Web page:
You can't afford to ignore cyber security

Even as an SME, your business still needs to utilise cyber security otherwise the consequences can be catastrophic.

Regulatory Fines

Imagine being fined 4% of your turnover because you didn't have any security measures in place after being found to have breached GDPR.

Ask yourself, would your business survive if it lost 4% of its turnover?

Operational Downtime

For some organisations this will be a nuisance, perhaps cause you to lose a bit financially, but for others, this can be as bad as life or death. In November 2019, a French hospital which experienced a cyber-attack were incredibly delayed in providing crucial, emergency medical care.

If they had the foundations in place and had documented processes and policies for their staff to follow long before they had their attack, they would haven't have had to resort to using a pen and paper to file life-threatening information.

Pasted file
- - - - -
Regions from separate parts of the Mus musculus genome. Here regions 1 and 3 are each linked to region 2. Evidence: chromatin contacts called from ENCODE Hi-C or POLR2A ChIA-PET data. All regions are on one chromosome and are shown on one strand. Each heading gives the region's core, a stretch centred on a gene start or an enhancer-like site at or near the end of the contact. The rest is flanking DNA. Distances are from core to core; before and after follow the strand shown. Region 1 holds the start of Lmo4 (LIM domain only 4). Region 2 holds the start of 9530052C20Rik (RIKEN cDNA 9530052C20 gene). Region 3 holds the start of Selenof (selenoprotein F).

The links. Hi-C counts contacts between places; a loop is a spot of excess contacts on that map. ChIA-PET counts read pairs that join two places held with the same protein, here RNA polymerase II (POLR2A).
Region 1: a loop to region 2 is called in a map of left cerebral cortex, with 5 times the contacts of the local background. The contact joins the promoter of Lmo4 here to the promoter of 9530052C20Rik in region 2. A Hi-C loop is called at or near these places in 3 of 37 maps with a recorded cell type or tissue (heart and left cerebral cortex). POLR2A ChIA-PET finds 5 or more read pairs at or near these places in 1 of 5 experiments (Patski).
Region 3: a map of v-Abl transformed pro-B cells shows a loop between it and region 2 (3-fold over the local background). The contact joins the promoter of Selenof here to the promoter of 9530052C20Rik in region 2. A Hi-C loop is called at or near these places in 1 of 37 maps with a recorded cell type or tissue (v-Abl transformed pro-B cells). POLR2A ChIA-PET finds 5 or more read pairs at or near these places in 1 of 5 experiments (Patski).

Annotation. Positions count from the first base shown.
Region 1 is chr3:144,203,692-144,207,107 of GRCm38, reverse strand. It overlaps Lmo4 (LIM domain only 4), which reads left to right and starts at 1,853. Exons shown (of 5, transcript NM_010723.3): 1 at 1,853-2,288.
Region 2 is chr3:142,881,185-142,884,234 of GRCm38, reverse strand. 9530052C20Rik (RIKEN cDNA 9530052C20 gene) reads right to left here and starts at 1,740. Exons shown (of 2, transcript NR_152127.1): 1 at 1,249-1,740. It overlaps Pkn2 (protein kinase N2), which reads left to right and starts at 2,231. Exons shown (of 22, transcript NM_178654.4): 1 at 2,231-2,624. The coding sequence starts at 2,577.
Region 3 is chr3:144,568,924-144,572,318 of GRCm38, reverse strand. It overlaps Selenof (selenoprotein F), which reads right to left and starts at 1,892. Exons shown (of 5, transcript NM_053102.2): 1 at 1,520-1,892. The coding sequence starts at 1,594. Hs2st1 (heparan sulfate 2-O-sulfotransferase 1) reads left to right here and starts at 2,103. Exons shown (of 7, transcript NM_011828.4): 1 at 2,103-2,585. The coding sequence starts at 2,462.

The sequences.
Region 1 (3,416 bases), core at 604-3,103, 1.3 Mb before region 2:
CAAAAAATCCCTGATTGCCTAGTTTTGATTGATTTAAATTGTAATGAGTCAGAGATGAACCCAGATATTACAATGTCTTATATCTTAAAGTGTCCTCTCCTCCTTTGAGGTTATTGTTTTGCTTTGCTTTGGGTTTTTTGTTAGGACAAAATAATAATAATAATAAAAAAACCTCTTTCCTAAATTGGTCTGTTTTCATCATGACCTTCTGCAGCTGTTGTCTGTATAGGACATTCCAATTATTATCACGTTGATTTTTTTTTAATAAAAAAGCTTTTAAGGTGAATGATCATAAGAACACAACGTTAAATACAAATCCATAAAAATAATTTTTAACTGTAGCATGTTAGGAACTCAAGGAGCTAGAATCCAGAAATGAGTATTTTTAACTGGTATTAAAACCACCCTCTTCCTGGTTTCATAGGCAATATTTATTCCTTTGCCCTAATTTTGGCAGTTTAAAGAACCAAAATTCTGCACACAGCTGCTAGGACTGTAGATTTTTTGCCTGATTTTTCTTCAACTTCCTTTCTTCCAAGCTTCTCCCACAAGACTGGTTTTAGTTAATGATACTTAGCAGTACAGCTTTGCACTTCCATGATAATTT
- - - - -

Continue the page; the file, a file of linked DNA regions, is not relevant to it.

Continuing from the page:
Reputational Damage

Your business is nothing without its clients.

When you're breached, you have to notify ALL of your clients within 72 hours about the breach.

If your clients then learn that you didn't even have anything in place to protect their data, all that trust you've spent time building will be gone.

They won't want to do business with you, instead, they'll just find a competitor who cares about compliance and cyber security.

In fact, many businesses nowadays will want to see some kind of proof that you're meeting a minimum set of requirements for cyber security. 

So you can't ignore cyber security - what do you do?